'The big screen is back.' As Hollywood reopens, studios look to lure moviegoers back

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There wasn't a line to buy tickets at the AMC Theatres at the Westfield Mission Valley shopping center, Saturday morning, March 14, 2020 in San Diego, California.
AMC Theatres at the Westfield Mission Valley shopping center in San Diego. (Howard Lipin / San Diego Union-Tribune)

Appearing Wednesday morning in an AMC Century City 15 auditorium in Los Angeles, former California Gov. Arnold Schwarzenegger tried to lead an audience of several dozen studio executives, publicists, journalists and exhibition leaders in a rallying cry.

"We are back! We are back!"

The 73-year-old "Terminator" star was among a multitude of Hollywood leaders who gathered in an auditorium at the multiplex to rally around the nation's movie theaters after 14 months in which the movie industry was dominated by streaming, theater closures and release delays caused by the COVID-19 pandemic.

"I wouldn't be here if it weren't for the theaters," Schwarzenegger said. "You need the big screen, because if you have a movie and you don't have the theaters, you have nothing."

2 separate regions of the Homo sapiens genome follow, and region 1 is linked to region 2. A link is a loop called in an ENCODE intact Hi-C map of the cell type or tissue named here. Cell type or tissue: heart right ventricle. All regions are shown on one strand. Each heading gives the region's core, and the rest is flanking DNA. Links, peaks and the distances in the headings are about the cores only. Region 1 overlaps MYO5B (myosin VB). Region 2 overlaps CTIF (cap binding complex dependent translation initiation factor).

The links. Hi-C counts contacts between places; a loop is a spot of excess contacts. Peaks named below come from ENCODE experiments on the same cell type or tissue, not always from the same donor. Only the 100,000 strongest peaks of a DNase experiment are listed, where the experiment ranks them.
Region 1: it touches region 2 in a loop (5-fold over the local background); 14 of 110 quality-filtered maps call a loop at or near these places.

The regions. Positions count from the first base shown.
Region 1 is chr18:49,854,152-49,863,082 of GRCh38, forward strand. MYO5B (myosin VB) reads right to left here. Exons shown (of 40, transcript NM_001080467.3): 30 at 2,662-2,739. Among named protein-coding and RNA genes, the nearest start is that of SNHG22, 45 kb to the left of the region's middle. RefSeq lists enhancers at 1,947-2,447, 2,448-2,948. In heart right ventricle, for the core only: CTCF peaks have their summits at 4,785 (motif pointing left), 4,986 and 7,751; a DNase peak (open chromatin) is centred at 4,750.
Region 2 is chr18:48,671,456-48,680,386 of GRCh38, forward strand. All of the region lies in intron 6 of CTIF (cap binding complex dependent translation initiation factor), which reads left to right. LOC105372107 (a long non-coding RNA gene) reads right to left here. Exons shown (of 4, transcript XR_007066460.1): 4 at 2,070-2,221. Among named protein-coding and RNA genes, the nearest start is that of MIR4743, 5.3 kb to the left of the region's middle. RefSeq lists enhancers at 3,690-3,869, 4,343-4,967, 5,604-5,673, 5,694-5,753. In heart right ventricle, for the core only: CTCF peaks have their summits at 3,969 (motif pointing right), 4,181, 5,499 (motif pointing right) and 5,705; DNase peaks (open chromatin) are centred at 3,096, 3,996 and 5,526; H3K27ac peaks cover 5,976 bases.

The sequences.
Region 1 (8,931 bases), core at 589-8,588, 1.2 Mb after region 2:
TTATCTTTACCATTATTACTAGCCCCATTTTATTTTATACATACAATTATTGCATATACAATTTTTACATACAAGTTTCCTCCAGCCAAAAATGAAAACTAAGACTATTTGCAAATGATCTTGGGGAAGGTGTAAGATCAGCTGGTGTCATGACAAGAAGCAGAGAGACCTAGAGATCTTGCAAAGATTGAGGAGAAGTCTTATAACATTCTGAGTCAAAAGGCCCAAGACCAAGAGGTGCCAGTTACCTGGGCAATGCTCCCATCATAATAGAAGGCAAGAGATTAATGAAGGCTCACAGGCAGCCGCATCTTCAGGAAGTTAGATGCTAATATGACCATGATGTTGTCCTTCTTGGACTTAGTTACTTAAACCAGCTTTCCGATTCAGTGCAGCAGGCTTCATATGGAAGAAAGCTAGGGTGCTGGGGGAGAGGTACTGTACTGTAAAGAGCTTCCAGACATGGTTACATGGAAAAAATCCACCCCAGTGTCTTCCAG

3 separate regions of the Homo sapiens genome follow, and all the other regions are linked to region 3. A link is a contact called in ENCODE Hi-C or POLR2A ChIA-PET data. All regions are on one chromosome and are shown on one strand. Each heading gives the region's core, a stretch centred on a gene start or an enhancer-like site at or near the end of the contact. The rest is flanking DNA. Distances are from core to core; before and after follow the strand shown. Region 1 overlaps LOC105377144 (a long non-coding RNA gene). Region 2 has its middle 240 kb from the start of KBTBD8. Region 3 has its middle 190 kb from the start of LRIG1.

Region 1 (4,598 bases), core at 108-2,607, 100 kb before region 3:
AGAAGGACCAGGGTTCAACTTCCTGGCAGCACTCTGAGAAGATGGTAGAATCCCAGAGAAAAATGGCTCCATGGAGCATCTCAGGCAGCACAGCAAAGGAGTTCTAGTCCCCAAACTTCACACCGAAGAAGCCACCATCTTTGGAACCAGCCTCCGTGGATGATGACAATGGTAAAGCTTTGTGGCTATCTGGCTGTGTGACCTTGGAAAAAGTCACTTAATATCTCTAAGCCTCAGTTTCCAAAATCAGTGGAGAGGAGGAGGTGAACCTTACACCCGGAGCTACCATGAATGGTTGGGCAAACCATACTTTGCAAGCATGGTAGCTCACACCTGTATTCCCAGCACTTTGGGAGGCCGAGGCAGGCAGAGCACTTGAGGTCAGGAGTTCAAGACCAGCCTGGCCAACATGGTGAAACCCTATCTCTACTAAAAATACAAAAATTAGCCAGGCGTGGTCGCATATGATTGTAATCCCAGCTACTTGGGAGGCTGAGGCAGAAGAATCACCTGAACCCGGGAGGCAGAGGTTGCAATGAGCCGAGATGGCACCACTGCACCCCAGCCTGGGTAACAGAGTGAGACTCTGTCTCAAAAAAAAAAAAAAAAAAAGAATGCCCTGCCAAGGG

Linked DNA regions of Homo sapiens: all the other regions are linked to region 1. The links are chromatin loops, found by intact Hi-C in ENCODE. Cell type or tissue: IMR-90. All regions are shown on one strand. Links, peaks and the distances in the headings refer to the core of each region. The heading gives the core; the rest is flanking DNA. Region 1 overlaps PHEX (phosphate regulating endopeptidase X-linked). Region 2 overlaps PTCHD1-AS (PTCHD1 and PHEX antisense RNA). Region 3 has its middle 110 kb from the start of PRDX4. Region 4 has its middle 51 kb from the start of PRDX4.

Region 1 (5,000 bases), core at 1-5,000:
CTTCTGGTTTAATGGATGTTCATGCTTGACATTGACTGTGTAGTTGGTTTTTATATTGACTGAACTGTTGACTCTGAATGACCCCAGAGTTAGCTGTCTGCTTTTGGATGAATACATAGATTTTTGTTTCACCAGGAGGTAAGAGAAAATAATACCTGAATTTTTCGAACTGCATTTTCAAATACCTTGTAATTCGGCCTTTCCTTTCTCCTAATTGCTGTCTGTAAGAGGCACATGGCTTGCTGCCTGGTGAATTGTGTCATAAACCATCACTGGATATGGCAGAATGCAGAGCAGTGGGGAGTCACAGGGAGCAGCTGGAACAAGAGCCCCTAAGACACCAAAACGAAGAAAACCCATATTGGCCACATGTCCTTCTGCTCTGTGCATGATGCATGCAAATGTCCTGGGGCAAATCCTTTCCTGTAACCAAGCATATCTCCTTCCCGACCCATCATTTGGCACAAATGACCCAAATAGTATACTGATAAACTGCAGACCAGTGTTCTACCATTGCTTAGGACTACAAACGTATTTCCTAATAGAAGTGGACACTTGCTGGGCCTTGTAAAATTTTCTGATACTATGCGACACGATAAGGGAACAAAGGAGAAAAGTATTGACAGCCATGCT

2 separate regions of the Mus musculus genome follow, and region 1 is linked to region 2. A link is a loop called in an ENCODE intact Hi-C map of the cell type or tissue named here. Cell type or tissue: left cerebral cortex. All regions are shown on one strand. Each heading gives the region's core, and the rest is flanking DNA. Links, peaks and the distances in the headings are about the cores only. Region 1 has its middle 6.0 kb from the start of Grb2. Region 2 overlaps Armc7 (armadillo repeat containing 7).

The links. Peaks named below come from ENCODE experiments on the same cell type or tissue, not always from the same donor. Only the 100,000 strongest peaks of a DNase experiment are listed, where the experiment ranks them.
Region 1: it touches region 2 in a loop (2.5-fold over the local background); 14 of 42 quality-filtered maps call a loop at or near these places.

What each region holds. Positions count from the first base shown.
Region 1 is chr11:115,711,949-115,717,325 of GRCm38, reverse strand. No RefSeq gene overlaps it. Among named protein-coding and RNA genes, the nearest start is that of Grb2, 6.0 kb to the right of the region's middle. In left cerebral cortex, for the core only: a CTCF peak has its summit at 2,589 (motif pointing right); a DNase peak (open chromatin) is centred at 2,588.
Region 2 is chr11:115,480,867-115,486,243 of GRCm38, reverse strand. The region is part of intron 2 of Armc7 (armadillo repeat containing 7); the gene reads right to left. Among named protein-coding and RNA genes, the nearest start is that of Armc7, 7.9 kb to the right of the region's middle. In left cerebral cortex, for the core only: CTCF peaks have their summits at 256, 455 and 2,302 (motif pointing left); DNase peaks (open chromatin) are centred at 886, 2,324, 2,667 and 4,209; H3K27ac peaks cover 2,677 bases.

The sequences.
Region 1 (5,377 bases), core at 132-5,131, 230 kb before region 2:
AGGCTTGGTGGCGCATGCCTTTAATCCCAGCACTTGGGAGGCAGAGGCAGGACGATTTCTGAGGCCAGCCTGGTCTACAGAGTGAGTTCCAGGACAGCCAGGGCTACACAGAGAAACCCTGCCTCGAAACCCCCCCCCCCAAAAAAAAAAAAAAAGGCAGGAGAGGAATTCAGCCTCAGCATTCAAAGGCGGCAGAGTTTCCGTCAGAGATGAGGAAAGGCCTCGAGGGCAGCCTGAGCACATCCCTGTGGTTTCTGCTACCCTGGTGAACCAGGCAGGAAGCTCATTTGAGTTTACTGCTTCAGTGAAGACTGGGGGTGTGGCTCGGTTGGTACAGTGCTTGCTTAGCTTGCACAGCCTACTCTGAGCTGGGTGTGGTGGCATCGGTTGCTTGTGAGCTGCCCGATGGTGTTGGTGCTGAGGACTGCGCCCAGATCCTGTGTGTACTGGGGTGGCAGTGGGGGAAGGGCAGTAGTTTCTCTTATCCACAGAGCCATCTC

Hollywood and thousands of U.S. movie theaters hope he's right.

During a three-hour event, 13 movie studios — including major studios such as Disney and Universal Pictures and independent distributors Neon and A24 — presented clips and trailers for upcoming summer movies. They touted blockbuster franchise flicks such as "F9," "Black Widow" and "A Quiet Place Part II." Prestigious independent fare, such as Questlove's Harlem music documentary "Summer of Soul," also got their due.

Many of the trailers and clips included taped testimonials from stars and filmmakers about the importance of the movie theaters. Stars like Dwayne Johnson (Disney's "Jungle Cruise") and Ryan Reynolds (Fox's "Free Guy") offered paeans to the big screen. Warner Bros. showcased an eight-minute scene from its adaptation of Lin-Manuel Miranda's "In the Heights," accompanied by a taped introduction from director Jon M. Chu recalling the joys of seeing "E.T" and "The Joy Luck Club" in theaters.

Just about every filmmaker and star who spoke in a recorded message made the case that their movie was meant to be seen in theaters. Marvel Studios' sizzle reel featured a clip of audience members losing their minds during a key scene of "Avengers: Endgame." "There is nothing like seeing a movie on the big screen," said Jennifer Hudson, who was promoting the Aretha Franklin biopic "Respect."

The event was the biggest move yet by Hollywood studios to publicly support theaters as they try to recover from the darkest period in their history. It was part of a broader initiative, dubbed "The Big Screen Is Back," which kicked off in April with a P.S.A. that aired during the Oscars preshow on ABC, featuring Matthew McConaughey and sound bites from theater ushers and concession workers.

Few industries could use a pep rally more than movie theaters.